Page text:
On Saturday, May 18th, I had the opportunity to meet up with a group of YouTubers at the Steamtown National Historic Site in Scranton, PA. There were 74 of us in attendance! Sparky107107 organized the meet up. See my YouTube video here. I will put links to the other channels at the bottom of this post. If I’ve missed anyone, please leave a comment and I will add them.
I don’t consider myself a train buff, but I do enjoy visiting all types of historic sites. I learned quite a lot about the trains that I didn’t know before. It makes them even more interesting to me now, having made these “new to me” discoveries.
The largest train at Steamtown is a Union Pacific “Big Boy”, 4012, one of eight Big Boy’s left of 25 that were built 1941 to 1944.
This Big Boy at Steamtown will be cosmetically restored, but not restored to operation since the Steamtown tracks, turntable and yard aren’t able to support such a large locomotive.
Here are some other locomotives at Steamtown. If you can help me identify any of these, please leave a comment and I will add captions. Thanks!
The turntable at Steamtown can be rotated to move trains to different locations of the yard.
The Long Island Railroad
Rotary Snowplow, No. 193 was built at Cooke Locomotive and Machine Works,
Paterson, November 1898.
My favorites were the restored mail car and business passenger car. The interiors are far more interesting to me than the exteriors!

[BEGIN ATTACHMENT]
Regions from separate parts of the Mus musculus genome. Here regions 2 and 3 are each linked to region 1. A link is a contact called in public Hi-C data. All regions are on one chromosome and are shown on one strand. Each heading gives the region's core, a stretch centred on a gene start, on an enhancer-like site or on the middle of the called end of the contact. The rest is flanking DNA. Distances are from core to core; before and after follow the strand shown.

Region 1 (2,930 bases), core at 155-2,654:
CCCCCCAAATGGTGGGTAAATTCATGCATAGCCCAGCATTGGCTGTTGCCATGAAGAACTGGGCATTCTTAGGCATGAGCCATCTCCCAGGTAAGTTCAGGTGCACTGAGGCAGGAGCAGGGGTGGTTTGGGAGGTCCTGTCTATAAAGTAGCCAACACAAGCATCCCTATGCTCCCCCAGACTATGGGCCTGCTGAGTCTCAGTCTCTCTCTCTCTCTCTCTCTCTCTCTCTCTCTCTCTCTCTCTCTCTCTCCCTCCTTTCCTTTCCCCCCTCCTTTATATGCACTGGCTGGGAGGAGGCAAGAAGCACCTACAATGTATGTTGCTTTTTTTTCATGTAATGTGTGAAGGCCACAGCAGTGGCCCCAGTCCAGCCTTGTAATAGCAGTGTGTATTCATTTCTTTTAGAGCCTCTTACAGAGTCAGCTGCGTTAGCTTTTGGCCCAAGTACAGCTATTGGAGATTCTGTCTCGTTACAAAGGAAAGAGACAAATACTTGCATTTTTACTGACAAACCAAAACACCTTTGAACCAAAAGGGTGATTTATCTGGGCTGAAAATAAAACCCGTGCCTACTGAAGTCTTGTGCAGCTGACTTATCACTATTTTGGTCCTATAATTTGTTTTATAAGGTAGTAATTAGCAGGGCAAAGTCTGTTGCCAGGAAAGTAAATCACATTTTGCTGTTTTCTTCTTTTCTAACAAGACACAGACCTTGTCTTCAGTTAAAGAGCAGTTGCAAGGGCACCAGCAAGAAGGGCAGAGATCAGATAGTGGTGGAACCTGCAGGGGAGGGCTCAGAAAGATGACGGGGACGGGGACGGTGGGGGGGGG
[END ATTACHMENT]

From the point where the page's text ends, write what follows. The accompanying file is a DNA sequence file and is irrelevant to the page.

The Louisville and Nashville Railway Post Office (RPO) Car, No. 1100 was built by American Car and Foundary Company, 1914.
In the United States, a railway post office, commonly abbreviated as RPO, was a railroad car that was normally operated in passenger service as a means to sort mail en route, in order to speed delivery. The RPO was staffed by highly trained Railway Mail Service postal clerks, and was off-limits to the passengers on the train.
RPO cars were equipped and staffed to handle most back-end postal processing functions. First class mail, magazines and newspapers were all sorted, cancelled when necessary, and dispatched to post offices in towns along the route. Registered mail was also handled, and the foreman in charge was required to carry a regulation pistol while on duty to discourage theft of the mail.
The Erie Railroad Business Car #3 was built by Pullman Car and Manufacturing Corp., 1923.
The car contains two staterooms, two bedrooms, crew quarters, galley, dining room, and observation end. It is a heavyweight railroad car, featuring 6-wheel trucks.
The Rutland Railroad Caboose, No. 28 was built in the Rutland Shops around 1920 to a New York Central design of wood, with cupola off set towards one end.
The caboose provided the train crew with a shelter at the rear of the train. The crew could exit the train for switching or to protect the rear of the train when stopped. They also inspected the train for problems such as shifting loads, broken or dragging equipment, and hot boxes (overheated axle bearings, a serious fire and derailment threat). The conductor kept records and handled business from a table or desk in the caboose. For longer trips, the caboose provided minimal living quarters, and was frequently personalized and decorated with pictures and posters.
More cabooses at Steamtown:
I also found these statues of the types of people involved with the locomotives to be very interesting. I missed a few of their titles, so if anyone can help me out, please leave a comment. Thanks!
I had a great time visiting Steamtown National Historic Site! I’m glad I went and I would definitely recommend it! Thank you Sparky for organizing the event!